Once your payoff is gigantic, you’re taking an unnecessary risk by using a meaningful share of your savings to own something. Yet this is what lots of retail “apes” claim they are doing. They compound it by buying the dip every time it goes down. It’s also what Michael Saylor, CEO of software company Microstrategy, has done. He sees gigantic upside for bitcoin and has had his company borrow heavily to buy it. He owns a lot himself too. If he bet just half as much and turned out to be right then he would have more money than he could spend (he already does in fact), but if he’s wrong he’ll lose almost everything. Kelly allows you to make an optimal bet based on what you think will happen and maximize your payoff while avoiding ruin.
When the market values of GameStop, and AMC went up several hundred or thousand percent based on no change in their fundamental value, active fund managers did the obvious thing – they dumped them and moved on. But index funds, which tend to beat those active managers in the long run, held tight with “diamond hands” because they have to. In some cases they bought more at inflated valuations as their assets grew or as those companies issued shares to their now almost entirely retail base of owners. The only passive investor I’m aware of that was able to take the money and run was Dimensional Fund Advisors (I interviewed their deputy head of portfolio management, Mary Phillips, for the column). Even today, with their share prices (in my opinion) still grossly elevated, the main owners of the meme stocks are the self-described “apes,” many of whom believe there is still a short squeeze looming because of phantom shares.
Active fund managers shouldn’t look a gift primate in the mouth. The last year that funds benchmarked to the Morningstar Large Blend category outperformed that benchmark was in 2013 and before that it was 2009, according to a study by Hartford Funds. Index funds have strung together several consecutive winning years over their active counterparts during extended bull markets in the past, too—for example between 1994 and 1999.
This is one of those cases when owning an index fund can be frustrating. As of today, the top two holdings in the Russell 2000 Value Index – let me repeat, “value” – are AMC and Avis Budget Group, another company that recently got the meme treatment for discussing the addition of electric vehicles to its fleet. Whatever.
Sometimes a fairly small company that I know will otherwise fall through the cracks catches my eye. The latest one is “The Joint,” a fast-growing chain of storefront chiropractic clinics. I learned a lot in the process of reporting it, most of it about the business of franchising rather than the iffy science of back “adjustments.”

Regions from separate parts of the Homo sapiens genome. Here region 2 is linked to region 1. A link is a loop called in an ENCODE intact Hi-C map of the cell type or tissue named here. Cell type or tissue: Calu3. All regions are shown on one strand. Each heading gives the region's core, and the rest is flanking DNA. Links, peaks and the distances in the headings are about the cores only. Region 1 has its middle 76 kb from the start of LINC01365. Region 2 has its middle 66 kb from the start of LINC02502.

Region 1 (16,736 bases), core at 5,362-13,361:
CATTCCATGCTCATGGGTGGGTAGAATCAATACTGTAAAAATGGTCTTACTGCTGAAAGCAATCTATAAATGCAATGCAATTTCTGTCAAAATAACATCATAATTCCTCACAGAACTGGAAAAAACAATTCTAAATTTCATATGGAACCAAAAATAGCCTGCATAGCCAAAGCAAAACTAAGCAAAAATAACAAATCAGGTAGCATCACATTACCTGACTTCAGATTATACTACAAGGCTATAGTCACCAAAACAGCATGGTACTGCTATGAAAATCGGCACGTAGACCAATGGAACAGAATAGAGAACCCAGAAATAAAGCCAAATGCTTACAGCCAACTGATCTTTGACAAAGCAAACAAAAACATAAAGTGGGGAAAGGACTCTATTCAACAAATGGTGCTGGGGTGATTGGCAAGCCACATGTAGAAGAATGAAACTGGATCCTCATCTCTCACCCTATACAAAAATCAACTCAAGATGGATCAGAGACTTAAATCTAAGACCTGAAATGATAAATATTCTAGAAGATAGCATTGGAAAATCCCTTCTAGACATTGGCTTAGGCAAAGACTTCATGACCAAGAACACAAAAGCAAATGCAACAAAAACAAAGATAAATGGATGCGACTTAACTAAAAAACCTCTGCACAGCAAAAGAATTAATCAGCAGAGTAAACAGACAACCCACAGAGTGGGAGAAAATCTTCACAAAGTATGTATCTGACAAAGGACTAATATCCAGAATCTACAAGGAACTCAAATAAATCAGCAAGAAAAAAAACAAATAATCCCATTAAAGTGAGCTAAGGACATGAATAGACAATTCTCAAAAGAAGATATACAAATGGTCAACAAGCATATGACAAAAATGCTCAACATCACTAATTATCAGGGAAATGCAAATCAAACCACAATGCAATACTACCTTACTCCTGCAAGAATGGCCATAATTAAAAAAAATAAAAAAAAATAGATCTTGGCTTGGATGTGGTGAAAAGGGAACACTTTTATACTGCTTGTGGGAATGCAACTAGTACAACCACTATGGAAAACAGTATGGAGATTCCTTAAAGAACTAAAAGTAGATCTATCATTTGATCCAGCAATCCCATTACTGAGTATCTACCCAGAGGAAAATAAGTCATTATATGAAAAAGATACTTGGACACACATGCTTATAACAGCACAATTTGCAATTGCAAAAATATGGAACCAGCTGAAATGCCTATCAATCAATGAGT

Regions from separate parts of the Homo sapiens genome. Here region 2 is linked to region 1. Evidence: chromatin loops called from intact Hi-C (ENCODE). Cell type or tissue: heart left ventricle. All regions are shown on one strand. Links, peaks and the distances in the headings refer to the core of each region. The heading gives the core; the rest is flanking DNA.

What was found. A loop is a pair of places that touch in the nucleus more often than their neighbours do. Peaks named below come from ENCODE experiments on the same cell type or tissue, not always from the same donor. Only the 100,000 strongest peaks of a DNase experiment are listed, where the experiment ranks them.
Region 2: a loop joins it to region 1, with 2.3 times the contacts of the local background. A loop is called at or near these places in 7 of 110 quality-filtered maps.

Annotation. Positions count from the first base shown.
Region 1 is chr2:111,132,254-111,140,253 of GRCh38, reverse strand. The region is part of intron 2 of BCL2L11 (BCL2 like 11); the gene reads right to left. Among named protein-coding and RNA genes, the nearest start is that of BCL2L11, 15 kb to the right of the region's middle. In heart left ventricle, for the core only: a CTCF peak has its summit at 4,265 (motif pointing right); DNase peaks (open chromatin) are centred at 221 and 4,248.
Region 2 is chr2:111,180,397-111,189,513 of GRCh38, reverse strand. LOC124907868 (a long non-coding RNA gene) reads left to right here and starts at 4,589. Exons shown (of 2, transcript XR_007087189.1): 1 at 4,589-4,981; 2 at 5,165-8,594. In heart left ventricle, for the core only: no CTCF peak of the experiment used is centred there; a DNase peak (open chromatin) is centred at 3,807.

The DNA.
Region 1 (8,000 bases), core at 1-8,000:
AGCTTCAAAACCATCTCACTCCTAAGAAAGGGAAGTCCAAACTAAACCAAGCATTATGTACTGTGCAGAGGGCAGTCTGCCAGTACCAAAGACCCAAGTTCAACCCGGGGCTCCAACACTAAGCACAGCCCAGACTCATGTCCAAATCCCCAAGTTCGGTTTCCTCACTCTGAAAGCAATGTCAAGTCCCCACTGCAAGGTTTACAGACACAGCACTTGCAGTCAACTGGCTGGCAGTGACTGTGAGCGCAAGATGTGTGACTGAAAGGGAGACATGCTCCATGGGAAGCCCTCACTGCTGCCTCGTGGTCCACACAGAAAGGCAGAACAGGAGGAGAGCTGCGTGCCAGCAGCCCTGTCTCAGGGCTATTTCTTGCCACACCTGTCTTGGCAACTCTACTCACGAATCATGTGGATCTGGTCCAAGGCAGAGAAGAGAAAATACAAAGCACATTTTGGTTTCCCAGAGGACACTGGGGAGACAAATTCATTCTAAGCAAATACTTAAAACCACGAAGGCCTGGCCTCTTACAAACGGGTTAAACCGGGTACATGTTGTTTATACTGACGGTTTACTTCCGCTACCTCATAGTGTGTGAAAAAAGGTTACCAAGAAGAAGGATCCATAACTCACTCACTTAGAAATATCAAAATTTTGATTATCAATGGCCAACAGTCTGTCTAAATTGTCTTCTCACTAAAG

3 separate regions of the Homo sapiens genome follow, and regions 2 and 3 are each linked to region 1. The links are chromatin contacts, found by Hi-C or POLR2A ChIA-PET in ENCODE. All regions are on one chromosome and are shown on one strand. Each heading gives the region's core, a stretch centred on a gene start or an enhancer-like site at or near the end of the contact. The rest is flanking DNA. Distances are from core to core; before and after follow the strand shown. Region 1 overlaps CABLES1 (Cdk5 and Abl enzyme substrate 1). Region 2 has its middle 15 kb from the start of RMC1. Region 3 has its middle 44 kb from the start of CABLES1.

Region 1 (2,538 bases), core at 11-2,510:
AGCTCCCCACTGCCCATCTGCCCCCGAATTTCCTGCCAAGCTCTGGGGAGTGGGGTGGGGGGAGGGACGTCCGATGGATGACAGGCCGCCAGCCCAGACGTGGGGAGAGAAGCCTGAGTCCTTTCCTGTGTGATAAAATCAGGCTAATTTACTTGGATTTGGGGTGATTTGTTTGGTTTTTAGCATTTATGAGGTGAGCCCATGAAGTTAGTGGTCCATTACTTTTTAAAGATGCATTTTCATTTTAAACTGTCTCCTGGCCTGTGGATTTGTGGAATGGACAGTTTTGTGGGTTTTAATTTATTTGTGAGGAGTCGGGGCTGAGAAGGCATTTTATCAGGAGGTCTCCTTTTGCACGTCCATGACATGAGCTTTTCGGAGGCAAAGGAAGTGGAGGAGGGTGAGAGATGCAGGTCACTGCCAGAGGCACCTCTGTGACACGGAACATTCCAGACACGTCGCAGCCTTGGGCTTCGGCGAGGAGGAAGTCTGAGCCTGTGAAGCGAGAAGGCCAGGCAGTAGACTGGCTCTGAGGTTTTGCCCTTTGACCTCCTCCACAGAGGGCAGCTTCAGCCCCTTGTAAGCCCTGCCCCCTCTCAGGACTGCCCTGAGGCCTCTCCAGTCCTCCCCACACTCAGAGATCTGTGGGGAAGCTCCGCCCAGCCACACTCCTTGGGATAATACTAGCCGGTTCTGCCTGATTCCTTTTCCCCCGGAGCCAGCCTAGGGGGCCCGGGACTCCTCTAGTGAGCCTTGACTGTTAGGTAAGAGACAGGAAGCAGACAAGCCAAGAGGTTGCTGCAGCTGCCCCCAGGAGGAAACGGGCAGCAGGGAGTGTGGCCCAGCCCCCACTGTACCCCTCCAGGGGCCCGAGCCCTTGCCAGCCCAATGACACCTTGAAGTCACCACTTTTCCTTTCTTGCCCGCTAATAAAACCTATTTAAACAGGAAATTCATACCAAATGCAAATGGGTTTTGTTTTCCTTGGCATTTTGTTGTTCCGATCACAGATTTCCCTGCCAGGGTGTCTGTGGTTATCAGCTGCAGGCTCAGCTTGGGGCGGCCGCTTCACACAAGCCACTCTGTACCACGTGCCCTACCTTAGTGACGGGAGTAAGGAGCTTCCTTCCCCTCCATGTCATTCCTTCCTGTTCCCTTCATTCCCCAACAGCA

The chain had been on a rocket ship ride with its stock up by 3,000% since the current CEO took over in April 2016. Then it took a tumble on a short-seller’s report. I don’t think that the report blew the lid off of a flaky company, as some reports do. But it correctly pointed out that the stock was pricing in some unrealistic growth.
Probably the most analogous company, and one most readers will know, is Massage Envy. Its founder was CEO of The Joint for a while and he sold Massage Envy in 2008 when it was still in its growth phase. It has been stalled for the past decade or so.
Will this do better? Back pain is a big problem, but The Joint has lots of imitators like SnapCrack and Chiro Now with similar no-insurance, subscription-based formulas. It has around 1% of the overall U.S. market and is the biggest storefront player so there is plenty of room to grow. Unfortunately, its revenue opportunity isn’t as big as it seems because clinics charge a lot more and offer more services. The Joint’s market value of $1.2 billion already assumes it will snatch a large share of a pretty big pie at more than 100 times projected earnings for 2023 when its management thinks it will reach 1,000 stores.
Some stores’ impressive profits represent in part an owner-operator’s sweat equity. For both the occasionally underemployed practitioners and their patients, a storefront’s simplicity has been appealing compared with high-pressure clinics. If one views the chain as being at the very early stages of disrupting its sector and assumes that its head start will make it the McDonald’s of back pain then its valuation could be a bargain. But if it is more like another Massage Envy then the stock’s price and its future cash flows are seriously misaligned.